By Rebecca Bulnes
By Laurie Charles
By Chuck Strouse
By Lee Zimmerman
By Laurie Charles
By Falyn Freyman
By Hans Morgenstern
"More bang for your buck, Counterflow loves the kids," clowns Al Moran, Dominguez's business partner and one of the heads of GTC Media along with party and printing impresario Carlos Perez. Together they form a team of fearless entrepreneurs with a grand scheme called 4 The Hard Way, which encompasses the Bomb 12 clothing line, a street-art magazine called The Vapors, and just about anything else that promotes urban culture. "It's about the lifestyle," says Moran. "We're going to hit 'em up with how we live day in, day out."
The Counterflow crew expects a big breakthrough this year. "Last year we were bogged down by finances," explains Moran. "This year with a new, cooperative distributor we can concentrate more on the music." Due to drop in 2003: full-length albums from Cee Knowledge, Panda One, and Dave Ghetto, who Dominguez calls the "next Mos Def."
To get to that breakthrough, Dominguez doesn't mind playing "Danny Knows Best" with his artists, even though most of them are older than he is. "There are deadlines and sometimes you gotta have that conversation: 'Do you want to make it? Don't slow down the process,'" he says. That's one reason Dominguez chooses artists for their compatibility and attitude. "Someone might send a kick-ass demo, but if they're pricks or don't want to work hard, we won't work with them."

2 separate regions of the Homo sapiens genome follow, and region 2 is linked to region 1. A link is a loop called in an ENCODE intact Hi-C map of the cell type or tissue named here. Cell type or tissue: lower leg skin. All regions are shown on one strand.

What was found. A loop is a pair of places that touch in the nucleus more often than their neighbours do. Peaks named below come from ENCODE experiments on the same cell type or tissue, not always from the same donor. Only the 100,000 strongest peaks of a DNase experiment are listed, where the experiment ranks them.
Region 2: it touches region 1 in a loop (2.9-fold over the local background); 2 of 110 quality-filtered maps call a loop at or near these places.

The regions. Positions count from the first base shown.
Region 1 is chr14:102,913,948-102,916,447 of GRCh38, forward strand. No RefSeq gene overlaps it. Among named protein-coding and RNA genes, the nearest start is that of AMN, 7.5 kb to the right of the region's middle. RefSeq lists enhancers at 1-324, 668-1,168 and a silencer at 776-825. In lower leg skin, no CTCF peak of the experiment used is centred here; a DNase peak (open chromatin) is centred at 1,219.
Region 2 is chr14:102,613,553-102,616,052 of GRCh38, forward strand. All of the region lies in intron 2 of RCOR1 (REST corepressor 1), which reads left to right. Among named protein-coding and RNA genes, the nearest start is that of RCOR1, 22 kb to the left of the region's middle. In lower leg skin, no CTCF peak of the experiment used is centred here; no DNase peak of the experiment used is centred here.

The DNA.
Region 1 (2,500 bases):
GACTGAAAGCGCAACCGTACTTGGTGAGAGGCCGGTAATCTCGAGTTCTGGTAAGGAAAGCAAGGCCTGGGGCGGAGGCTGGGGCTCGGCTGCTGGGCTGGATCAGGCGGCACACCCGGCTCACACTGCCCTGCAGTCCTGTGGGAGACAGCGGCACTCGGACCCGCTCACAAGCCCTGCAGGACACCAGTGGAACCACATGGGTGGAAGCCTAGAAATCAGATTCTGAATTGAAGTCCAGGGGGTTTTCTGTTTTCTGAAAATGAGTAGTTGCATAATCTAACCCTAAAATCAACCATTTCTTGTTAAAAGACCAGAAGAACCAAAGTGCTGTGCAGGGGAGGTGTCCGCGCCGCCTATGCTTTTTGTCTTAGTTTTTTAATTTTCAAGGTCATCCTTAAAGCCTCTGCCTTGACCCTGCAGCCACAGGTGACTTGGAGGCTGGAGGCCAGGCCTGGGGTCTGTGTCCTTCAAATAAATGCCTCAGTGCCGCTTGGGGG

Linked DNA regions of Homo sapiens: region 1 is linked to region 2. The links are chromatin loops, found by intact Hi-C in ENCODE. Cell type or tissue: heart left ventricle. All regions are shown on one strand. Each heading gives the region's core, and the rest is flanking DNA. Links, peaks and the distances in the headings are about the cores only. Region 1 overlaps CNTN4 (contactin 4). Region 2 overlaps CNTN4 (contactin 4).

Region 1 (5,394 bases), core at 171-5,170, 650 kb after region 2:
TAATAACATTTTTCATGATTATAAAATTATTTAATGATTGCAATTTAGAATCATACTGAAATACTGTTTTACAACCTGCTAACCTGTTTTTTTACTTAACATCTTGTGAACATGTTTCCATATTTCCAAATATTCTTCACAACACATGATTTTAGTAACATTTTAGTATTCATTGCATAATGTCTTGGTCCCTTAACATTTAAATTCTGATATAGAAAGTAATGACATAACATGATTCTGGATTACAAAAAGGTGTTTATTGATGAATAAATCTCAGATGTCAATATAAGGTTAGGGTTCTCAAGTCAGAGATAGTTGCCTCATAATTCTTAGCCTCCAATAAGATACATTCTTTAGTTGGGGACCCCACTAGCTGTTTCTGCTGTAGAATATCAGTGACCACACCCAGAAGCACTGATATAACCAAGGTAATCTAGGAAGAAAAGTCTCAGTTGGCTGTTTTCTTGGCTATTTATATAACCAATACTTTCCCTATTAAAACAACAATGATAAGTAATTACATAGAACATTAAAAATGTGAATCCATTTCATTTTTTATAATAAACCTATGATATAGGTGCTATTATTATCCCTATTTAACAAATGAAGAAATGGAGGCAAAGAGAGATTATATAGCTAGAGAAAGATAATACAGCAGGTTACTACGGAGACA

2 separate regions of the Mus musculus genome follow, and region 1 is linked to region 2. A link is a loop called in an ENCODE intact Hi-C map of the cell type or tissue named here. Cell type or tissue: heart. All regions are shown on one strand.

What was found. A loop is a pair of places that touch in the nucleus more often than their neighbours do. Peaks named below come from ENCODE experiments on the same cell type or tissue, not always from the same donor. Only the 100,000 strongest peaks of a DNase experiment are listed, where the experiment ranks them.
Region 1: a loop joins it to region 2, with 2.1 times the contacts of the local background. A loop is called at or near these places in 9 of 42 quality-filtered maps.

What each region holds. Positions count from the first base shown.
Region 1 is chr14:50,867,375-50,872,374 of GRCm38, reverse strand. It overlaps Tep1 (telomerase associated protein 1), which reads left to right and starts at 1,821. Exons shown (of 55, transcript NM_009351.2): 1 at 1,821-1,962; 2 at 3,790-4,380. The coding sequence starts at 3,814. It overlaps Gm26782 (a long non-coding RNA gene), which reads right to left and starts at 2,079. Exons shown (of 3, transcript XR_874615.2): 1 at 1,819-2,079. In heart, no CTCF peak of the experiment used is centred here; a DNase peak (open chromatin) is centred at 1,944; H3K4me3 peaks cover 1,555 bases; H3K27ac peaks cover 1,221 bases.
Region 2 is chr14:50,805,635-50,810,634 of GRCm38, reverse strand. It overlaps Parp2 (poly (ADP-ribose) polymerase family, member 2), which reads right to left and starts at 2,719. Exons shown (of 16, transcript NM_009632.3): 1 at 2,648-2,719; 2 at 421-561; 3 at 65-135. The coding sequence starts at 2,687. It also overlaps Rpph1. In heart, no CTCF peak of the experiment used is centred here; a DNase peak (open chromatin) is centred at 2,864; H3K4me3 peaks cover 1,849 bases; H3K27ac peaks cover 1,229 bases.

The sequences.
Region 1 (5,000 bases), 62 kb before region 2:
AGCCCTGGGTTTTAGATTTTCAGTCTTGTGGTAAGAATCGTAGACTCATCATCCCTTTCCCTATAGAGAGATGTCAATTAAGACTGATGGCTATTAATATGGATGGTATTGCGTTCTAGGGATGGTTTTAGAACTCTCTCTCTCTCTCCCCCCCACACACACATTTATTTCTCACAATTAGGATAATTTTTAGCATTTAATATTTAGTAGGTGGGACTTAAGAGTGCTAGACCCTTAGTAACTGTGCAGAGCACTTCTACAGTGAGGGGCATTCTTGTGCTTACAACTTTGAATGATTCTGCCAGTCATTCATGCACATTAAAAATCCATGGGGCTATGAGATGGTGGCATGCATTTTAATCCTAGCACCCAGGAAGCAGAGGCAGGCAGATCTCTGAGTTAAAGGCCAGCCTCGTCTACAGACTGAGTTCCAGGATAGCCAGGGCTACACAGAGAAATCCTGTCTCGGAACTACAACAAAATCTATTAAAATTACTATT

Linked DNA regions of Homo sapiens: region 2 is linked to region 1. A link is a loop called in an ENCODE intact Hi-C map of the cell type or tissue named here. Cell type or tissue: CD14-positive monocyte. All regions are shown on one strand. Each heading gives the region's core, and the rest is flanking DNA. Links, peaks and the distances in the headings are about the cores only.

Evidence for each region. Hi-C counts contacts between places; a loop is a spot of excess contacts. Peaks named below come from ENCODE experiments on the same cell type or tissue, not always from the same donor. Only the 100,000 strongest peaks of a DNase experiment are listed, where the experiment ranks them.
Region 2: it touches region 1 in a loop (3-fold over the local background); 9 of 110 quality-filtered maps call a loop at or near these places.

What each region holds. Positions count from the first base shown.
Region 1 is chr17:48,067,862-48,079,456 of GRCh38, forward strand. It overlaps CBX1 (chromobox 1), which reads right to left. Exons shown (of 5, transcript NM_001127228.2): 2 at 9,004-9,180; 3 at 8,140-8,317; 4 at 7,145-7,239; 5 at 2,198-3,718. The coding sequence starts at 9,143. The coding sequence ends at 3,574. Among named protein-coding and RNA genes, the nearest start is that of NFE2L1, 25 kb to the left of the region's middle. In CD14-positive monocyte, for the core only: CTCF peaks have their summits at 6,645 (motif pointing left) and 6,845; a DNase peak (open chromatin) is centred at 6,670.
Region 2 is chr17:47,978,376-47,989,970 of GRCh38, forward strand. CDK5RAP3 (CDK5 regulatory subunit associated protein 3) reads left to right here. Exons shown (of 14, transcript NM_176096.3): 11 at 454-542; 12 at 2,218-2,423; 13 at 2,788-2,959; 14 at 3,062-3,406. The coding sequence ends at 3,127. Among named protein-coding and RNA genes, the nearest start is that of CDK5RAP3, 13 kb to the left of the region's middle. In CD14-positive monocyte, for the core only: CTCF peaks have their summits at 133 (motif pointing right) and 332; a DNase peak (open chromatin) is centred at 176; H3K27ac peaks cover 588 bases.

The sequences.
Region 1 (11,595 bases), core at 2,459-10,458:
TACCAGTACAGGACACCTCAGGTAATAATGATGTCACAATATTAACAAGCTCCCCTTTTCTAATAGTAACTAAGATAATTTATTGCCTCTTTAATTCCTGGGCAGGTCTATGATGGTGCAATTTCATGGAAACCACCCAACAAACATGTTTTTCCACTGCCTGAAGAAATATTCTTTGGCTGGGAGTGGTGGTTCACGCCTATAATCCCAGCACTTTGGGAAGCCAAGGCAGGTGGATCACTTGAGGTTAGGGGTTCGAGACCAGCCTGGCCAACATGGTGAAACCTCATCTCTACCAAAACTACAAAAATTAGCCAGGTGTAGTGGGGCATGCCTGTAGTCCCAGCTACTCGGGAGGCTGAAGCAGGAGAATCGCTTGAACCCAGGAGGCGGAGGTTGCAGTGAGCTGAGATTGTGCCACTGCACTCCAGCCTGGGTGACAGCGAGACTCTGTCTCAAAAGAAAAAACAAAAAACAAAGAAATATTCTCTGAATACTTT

If the guests dropping in at Paid Attention are any indication, people definitely want to work with Dominguez. The night is attracting big hip-hop names looking for a place to perform in Miami. Prince Paul, Rob Swift, and Biz Markie all plan to show some skills in the next couple of months.
Meanwhile Thursday nights just get bigger. Crowds spill out the side doors and front porch. There are two smooth-talking brothers with a camera interviewing some unsuspecting chick for a documentary about "pimps 'n 'hos," they say. Dominguez is somewhere inside, making sure everything is smooth. This could be the time for a twenty-year-old to lay back and enjoy it all, but not Danny. Why does Counterflow continue to grow? "I work hard," he says, never flinching.